X-ray scattering

In situ X-ray scattering experiments in the presence of magnetic fields were conducted using a Rigaku S-MAX3000 instrument configured with a microfocus source producing Cu Kα radiation at 1.54 Å. The instrument is pinhole collimated to attain a beam diameter of 1.3 mm on the sample plane. For in situ SAXS measurements, the instrument was customized to permit the integration of the superconducting magnet. Scattering was recorded using a 2D gas-wire electronic area detector with a resolution of 1024 × 1024 pixels at a distance of approx. 80 cm from the sample plane, which permits scattering vectors q from 0.015 to 0.21 Å−1. The system was calibrated using the primary peak position (58.38 Å) of the silver behenate standard and the resulting scattering patterns were integrated azimuthally to obtain the intensity, I versus scattering vector, q = (4π/λ)sin[thin space (1/6-em)]θ, with a scattering angle of 2θ. For the temperature resolved measurements, samples were subjected to a heating or cooling rate of 0.1 °C min−1 and equilibrated for 5 min at each temperature before data collection. 2D SAXS data were processed using SAXS GUI and Irena packages.

Transmission electron microscopy

Bulk samples were microtomed (Leica UC7) using a diamond knife to obtain approx. 100 nm thick sections. The sections were retrieved on 200 mesh TEM grids and subsequently stained in RuO4 vapor (0.5 wt% aqueous solution, Electron Microscopy Sciences) for 7 minutes before imaging using a FEI Tecnai Osiris instrument operated at an acceleration voltage of 200 keV.

Differential scanning calorimetry (DSC)

The thermal behavior of the system was characterized by DSC (Q200, TA Instruments) using a heating rate of 2 °C min−1 under an inert N2 atmosphere.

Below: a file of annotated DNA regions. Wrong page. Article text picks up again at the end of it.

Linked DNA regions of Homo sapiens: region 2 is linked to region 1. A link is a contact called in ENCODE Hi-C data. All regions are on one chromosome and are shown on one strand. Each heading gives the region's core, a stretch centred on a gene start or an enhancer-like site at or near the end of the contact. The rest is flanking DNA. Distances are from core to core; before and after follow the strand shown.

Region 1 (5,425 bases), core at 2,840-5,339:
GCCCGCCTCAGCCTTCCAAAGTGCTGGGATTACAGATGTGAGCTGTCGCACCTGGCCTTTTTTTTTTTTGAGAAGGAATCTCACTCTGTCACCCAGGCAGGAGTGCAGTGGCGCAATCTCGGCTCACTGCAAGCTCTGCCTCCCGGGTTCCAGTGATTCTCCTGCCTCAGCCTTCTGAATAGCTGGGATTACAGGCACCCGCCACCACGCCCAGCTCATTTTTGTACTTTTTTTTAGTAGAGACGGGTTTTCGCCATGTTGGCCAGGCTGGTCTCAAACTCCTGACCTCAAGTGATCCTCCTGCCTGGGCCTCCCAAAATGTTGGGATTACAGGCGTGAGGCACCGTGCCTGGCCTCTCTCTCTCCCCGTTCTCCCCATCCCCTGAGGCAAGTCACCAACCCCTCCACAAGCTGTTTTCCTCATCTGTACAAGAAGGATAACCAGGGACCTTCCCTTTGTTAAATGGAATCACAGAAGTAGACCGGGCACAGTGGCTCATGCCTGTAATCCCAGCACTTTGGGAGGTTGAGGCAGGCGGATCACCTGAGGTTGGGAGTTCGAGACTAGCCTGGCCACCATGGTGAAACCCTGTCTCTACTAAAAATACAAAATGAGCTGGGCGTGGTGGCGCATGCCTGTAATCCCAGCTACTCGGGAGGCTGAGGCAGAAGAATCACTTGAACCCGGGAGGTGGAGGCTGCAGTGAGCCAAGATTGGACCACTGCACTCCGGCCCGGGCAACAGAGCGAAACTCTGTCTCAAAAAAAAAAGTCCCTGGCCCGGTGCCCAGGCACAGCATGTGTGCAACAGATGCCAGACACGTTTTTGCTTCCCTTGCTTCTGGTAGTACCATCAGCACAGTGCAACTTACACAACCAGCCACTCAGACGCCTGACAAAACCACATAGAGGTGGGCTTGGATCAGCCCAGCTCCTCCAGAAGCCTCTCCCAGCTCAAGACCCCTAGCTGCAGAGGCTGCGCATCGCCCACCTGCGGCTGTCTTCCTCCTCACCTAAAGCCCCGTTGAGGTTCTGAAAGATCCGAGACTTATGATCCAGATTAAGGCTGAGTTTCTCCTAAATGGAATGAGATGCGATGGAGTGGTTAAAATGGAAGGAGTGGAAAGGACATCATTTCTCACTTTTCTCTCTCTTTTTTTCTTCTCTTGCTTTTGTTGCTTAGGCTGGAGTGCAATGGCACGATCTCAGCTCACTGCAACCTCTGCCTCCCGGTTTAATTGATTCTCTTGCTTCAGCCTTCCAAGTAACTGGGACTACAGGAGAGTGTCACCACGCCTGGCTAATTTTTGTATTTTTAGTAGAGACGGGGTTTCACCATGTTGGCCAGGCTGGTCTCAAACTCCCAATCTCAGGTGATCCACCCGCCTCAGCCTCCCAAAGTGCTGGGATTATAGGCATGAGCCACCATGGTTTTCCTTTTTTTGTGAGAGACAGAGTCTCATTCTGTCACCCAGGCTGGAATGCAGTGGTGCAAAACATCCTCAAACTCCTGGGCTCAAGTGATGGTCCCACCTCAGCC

Polarized optical microscopy (POM)

The alignment (optical anisotropy) of thin film samples was examined by POM using a Zeiss Axio Observer 200M inverted microscope equipped with a Pike CCD camera. The measurements were conducted in transmission under crossed polarizers at 5× magnification. Temperature dependent POM experiments were performed using a Linkam TMS 94 controller with a THMS600 stage.

Rheology measurements

Elastic and viscous moduli (G′ and G′′) and complex viscosities (η*) were measured on an ARES-LS1 rheometer (TA Instruments) with 8 mm diameter parallel plates. Dynamic temperature sweep measurements were performed using 2% strain at an angular frequency of 1 rad s−1.

Fourier transform infrared (FTIR) measurements

FTIR measurements were conducted by a Nicolet Magna 560 IR spectrometer. Samples were prepared using standard KBr pellet method.

Conflicts of interest

There are no conflicts to declare.

Acknowledgements

This work was supported by the NSF under DMR-1410568. R. K. acknowledges NSF support under DMR-1507045. C. O. and R. K. acknowledge additional NSF support under CMMI-1246804. The authors thank Mike Degen (Rigaku Inc.) and AMI Inc. for technical support. The facilities used were supported by YINQE and NSF MRSEC DMR-1119826. The central instrumentation facilities at the Institute of Materials Science and Chemistry Department, UConn, are acknowledged.

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Footnotes

Electronic supplementary information (ESI) available. See DOI: 10.1039/c7me00070g
These authors contributed equally.

This journal is © The Royal Society of Chemistry 2017